A killer turkey is on the loose in Michigan!
An angry turkey called Godzilla has been terrorizing residents of Michigan for over two months. There have been over three dozen turkey attack victims and two fatalities. Authorities have been unable to catch the killer
One victim, Betty Geimer, now wakes up an extra hour early to avoid the wild bird on her daily trip to the post office after she was viciously attacked by the turkey.
“He bite my hand, took three of my fingers with him.”
Godzilla regularly attacks victims when they are on their way to work or school and typically jumps out of bushes with wings spread wide.
High school students in the Upper Peninsula are now so frightened of the bird that they are all staying at home – playing video games – instead of going outside.
The same is true for the elderly. “I’m afraid to go out of my house,” said Vern Reddock. “I have to go to the 7-11 at 6 o’clock in the morning to avoid the maniac.”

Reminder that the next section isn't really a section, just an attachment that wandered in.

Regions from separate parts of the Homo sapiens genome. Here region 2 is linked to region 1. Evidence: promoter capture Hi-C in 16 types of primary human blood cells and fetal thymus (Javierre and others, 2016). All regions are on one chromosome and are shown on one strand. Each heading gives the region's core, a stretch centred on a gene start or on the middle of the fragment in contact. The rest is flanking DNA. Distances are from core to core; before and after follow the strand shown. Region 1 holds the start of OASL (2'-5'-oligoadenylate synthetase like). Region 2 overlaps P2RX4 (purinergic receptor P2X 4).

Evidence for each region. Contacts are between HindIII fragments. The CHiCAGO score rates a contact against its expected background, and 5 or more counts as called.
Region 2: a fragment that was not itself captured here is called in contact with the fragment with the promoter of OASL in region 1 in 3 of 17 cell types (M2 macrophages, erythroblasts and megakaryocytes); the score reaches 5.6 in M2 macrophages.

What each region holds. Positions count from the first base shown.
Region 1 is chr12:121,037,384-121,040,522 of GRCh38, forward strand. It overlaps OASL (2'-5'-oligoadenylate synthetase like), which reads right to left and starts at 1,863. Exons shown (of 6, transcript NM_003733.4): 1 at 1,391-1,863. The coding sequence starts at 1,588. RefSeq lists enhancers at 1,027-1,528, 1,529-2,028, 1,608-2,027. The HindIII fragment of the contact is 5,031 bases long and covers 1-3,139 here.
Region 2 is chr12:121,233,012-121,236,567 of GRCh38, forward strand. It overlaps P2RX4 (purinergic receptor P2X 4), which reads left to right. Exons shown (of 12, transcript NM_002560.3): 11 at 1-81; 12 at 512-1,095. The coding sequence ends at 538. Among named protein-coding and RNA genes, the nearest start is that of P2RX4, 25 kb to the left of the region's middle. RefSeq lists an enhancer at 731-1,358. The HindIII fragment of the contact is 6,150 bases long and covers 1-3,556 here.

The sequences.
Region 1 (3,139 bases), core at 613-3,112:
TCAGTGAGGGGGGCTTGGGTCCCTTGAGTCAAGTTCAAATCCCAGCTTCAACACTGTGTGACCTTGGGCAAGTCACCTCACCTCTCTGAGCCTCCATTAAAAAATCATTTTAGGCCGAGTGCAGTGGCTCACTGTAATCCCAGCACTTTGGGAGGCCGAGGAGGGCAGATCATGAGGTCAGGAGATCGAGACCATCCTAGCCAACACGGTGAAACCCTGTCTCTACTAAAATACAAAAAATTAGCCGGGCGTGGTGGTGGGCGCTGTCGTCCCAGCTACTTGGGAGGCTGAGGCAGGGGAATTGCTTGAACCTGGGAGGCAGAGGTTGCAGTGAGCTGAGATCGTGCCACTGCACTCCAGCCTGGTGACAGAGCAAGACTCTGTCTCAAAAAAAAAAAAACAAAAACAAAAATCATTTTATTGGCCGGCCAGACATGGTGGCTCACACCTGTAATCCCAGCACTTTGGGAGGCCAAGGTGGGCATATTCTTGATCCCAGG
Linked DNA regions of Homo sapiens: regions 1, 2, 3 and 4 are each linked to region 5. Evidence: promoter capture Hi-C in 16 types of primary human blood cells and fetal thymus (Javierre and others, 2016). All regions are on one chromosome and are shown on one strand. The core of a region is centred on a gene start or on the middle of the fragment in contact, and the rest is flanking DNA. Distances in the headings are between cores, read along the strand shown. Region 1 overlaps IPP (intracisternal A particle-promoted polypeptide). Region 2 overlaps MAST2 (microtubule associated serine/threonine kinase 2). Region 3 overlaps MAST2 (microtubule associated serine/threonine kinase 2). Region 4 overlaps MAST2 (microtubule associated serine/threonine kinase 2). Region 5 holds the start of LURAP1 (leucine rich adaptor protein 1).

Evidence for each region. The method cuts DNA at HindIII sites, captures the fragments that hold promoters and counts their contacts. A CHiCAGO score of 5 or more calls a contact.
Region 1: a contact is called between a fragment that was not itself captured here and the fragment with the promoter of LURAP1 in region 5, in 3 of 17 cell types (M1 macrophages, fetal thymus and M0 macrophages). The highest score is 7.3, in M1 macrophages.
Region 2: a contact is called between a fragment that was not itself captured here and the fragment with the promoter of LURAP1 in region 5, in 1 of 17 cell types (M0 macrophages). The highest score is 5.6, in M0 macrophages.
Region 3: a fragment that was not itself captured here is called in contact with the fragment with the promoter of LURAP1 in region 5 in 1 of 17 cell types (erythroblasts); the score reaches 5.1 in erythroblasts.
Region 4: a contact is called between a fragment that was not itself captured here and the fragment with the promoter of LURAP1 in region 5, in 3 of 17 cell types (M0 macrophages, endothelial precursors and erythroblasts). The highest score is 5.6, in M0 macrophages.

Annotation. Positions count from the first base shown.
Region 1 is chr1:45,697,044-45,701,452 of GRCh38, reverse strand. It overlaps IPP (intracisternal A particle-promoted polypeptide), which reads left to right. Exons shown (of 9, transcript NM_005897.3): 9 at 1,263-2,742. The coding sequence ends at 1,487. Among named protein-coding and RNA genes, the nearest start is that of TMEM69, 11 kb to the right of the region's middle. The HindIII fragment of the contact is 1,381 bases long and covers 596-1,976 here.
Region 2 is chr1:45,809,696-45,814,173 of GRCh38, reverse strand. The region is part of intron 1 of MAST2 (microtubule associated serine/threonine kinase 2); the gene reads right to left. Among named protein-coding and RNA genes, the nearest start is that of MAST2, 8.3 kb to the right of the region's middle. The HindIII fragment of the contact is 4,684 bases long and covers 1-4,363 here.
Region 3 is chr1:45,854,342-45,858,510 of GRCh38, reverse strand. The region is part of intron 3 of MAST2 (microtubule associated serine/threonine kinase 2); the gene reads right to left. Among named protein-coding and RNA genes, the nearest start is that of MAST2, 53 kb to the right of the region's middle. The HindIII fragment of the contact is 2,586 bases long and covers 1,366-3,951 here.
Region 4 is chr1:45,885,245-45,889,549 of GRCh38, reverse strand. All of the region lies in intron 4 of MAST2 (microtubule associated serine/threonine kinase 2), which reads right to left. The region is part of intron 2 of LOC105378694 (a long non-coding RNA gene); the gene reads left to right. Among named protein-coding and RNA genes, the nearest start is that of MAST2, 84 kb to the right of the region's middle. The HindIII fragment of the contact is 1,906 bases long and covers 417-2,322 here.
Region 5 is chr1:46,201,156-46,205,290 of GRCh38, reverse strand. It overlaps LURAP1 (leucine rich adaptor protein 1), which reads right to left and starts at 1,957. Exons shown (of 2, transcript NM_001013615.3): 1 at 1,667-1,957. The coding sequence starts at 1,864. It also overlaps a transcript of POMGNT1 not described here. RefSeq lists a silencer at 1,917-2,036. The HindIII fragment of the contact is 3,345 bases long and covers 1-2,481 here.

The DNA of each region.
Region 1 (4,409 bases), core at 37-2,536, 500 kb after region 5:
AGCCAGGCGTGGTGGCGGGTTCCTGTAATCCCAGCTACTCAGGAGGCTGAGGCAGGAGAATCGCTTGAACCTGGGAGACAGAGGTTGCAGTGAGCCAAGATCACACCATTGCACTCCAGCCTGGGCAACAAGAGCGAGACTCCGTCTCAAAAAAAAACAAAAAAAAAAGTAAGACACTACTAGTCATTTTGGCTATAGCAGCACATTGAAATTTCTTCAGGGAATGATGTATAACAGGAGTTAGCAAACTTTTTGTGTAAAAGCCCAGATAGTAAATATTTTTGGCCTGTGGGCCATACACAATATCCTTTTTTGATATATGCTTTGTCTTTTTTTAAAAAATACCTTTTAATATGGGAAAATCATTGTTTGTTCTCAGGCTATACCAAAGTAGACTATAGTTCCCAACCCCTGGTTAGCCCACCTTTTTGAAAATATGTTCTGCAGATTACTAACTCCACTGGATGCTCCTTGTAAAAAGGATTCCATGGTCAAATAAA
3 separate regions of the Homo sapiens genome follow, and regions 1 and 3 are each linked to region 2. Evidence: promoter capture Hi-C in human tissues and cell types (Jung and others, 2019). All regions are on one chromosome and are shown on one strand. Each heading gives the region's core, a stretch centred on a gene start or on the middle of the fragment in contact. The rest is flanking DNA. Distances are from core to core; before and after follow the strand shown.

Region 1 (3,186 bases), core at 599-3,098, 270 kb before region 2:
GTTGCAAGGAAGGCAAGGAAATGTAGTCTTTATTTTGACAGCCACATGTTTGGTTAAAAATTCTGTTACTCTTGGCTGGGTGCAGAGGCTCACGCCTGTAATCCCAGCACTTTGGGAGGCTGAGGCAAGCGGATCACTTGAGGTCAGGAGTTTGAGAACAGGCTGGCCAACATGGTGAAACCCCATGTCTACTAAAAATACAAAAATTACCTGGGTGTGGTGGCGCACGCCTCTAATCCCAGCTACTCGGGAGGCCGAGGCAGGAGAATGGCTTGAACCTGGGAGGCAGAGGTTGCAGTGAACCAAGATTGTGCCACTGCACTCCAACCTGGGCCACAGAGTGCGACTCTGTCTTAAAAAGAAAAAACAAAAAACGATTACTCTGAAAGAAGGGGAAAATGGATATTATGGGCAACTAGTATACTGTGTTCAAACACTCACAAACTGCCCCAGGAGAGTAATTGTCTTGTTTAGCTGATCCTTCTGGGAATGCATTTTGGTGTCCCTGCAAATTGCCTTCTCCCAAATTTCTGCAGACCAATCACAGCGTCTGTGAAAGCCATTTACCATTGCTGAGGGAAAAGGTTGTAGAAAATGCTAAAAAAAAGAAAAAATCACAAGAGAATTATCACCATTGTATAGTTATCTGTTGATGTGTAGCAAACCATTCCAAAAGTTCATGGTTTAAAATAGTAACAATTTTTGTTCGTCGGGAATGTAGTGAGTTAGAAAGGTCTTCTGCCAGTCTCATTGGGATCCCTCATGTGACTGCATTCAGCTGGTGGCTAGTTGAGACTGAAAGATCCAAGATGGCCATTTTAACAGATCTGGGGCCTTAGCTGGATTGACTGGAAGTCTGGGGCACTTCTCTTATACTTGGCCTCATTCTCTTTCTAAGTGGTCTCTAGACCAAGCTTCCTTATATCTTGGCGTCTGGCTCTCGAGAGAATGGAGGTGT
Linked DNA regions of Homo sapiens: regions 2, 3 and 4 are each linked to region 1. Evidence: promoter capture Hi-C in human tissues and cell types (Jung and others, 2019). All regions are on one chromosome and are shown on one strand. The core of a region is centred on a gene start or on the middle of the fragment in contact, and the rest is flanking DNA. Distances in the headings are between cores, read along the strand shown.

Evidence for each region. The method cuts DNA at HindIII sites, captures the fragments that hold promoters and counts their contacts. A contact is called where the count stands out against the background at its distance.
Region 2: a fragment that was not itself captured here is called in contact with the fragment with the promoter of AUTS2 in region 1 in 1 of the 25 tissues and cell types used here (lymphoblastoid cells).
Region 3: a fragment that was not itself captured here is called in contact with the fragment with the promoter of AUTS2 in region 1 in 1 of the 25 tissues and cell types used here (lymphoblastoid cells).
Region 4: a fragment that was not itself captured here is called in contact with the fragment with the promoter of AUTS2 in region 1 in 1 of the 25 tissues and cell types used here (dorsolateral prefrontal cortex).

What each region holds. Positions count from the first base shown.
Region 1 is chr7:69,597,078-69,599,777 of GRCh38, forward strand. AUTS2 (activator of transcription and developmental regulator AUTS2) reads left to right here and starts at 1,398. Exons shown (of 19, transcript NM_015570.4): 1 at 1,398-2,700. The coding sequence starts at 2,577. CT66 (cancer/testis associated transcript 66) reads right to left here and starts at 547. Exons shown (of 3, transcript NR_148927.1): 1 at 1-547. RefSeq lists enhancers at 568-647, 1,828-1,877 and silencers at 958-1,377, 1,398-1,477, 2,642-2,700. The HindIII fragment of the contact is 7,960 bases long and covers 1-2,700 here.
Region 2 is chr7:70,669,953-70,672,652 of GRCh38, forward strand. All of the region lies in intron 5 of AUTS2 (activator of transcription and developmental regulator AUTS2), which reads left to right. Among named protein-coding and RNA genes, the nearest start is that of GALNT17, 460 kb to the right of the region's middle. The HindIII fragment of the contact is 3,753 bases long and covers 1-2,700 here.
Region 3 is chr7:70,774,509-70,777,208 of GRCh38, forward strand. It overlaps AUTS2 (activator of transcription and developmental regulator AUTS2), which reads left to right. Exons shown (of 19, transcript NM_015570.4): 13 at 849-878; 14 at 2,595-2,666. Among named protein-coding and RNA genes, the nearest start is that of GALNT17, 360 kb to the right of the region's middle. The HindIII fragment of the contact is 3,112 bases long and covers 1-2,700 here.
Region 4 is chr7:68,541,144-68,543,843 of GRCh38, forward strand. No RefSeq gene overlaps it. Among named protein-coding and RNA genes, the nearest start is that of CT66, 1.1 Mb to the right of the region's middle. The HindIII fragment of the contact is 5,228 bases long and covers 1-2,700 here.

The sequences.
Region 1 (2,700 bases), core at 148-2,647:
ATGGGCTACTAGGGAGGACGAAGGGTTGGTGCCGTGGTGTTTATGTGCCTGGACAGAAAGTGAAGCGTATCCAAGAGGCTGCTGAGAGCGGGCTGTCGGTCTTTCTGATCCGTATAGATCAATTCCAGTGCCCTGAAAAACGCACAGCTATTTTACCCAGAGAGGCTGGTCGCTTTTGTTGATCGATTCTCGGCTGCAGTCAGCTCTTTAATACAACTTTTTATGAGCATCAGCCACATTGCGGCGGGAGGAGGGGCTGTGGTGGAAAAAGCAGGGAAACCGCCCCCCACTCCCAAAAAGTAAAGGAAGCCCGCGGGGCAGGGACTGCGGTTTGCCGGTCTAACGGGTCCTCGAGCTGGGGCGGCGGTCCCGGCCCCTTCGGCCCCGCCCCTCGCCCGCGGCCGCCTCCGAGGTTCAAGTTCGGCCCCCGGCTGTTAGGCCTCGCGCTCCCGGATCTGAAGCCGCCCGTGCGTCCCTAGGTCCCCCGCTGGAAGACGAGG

“I had to go next door to the neighbors and have him use a push broom to keep him away while I brought the groceries in,” said Edna Margolis, “that damn bird blocked the path to my house.
The aggressive turkey has been nicknamed Godzilla, a fictional monster made famous in a series of Hollywood films.
Local Michigan resident Sam Reid, has also been attacked regularly. “He bit off my nose and plucked a hole in my brother’s stomach. The thing probably weighs 55 to 60 pounds.”
Michigan authorities are doing everything they can to calm residents. “We sent a few deputies out to shoot the bird, but they never came back. We’re thinking of calling in the National Guard.”
Turkeys are known to be extremely aggressive when defending their territory, according to wildlife expert John Comito.
‘That’s an adult bird. It’s trying to defend the area or the territory.” Comito told the Free Pass. ‘They can be aggressive in terms of defending the territory, especially if they are wild with the Gobble Disease.”
Michigan currently has over 200,000 wild turkeys which roam the vast surrounding woodland territory of the Great Lakes.